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A Table for a Lifetime

A Table for a Lifetime
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The impact of Naked Table was all around me the following day in downtown Woodstock. As a slight drizzle fell, our new tables were lined up end to end down the center of Middle Bridge for a feast of locally made roasted-beet salad and slowly poached chicken breast. Grace and I sat down at my table, which was still less than 24 hours removed from its last sanding and final coat of finish. Seated next to us were all the people who’d played a part in its creation. There was Richard Wright, whose sawmill had cut and dried the lumber. Next to him was Bryce Limlaw, who’d cut down the timber. And across from Limlaw sat Dave Dugdale, who’d machined and milled the finished table pieces. They congratulated me on my new table, and we chatted about the role it would play in my young family. The story of these tables was being rounded out for them, too. “Most of my work is contract manufacturing for other companies,” Dugdale told me later. “I never get to meet the end customer. So to meet the customer and find out how they’re going to use the table, that’s very cool.”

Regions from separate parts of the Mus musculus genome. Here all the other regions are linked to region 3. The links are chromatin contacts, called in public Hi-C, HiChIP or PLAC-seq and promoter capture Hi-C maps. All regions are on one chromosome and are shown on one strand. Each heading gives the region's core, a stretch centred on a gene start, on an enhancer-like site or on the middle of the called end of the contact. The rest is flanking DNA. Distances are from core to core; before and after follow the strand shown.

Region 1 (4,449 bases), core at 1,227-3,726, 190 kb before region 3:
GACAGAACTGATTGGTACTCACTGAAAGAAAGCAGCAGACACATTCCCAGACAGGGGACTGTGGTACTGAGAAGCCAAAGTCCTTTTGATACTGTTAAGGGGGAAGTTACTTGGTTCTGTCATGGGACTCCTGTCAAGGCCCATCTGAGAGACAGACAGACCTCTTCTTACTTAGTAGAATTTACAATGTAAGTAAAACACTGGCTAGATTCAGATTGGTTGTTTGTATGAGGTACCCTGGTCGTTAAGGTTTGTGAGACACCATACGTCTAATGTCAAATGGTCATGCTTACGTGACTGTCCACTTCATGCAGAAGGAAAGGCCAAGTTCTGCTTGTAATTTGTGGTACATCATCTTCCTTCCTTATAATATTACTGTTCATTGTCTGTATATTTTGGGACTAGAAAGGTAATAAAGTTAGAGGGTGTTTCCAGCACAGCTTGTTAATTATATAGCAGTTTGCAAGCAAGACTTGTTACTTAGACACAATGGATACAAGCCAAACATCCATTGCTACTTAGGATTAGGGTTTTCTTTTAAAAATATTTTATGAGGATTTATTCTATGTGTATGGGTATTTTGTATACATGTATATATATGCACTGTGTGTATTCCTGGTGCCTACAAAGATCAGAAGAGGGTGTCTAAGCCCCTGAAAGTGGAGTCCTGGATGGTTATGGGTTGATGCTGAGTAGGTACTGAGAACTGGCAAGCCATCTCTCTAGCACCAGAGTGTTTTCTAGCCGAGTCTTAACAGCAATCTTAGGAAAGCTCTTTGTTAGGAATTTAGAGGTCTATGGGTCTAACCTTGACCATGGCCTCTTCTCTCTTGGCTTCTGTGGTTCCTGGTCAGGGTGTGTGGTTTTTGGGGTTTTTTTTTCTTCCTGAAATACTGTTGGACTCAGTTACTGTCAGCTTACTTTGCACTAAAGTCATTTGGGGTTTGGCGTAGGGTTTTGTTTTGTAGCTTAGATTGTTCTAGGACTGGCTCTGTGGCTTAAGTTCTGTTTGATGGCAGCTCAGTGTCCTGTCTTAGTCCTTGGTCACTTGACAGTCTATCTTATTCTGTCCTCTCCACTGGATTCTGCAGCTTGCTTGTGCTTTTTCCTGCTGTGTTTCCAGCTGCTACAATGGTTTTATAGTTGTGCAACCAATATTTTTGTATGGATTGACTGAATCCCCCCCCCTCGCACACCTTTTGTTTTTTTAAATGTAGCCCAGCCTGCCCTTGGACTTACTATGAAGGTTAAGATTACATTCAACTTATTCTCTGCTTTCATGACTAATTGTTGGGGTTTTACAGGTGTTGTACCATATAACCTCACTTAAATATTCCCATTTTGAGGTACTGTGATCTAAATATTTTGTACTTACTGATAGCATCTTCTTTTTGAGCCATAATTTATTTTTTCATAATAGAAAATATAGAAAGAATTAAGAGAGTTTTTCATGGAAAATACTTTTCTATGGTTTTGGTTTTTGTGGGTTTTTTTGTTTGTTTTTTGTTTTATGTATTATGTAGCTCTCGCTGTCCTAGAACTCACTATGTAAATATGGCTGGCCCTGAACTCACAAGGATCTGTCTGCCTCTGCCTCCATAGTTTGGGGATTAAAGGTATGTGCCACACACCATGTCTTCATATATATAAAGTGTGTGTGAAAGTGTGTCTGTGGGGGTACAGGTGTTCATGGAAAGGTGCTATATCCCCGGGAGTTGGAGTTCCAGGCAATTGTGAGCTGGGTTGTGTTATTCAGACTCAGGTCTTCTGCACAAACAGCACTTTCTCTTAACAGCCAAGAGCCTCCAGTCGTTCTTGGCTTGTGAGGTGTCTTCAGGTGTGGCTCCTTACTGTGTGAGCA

Our new family table fit seamlessly into our kitchen. “It’s like it’s always been there,” Grace said. Two months later, in late October, our son, Calvin, was born. We’ve had some family meals around it, but its main role has been to serve more immediate needs: as a repository for mail, a temporary landing spot for newly washed baby clothes, a place from which to unpack our groceries. It also serves as a surface where we can prop Calvin up in his infant rocker. He babbles as we work quickly to make our food. It’s early, but I take that as a sign that he likes what his dad has made. I hope so, anyway. Someday, after all, it will be his.

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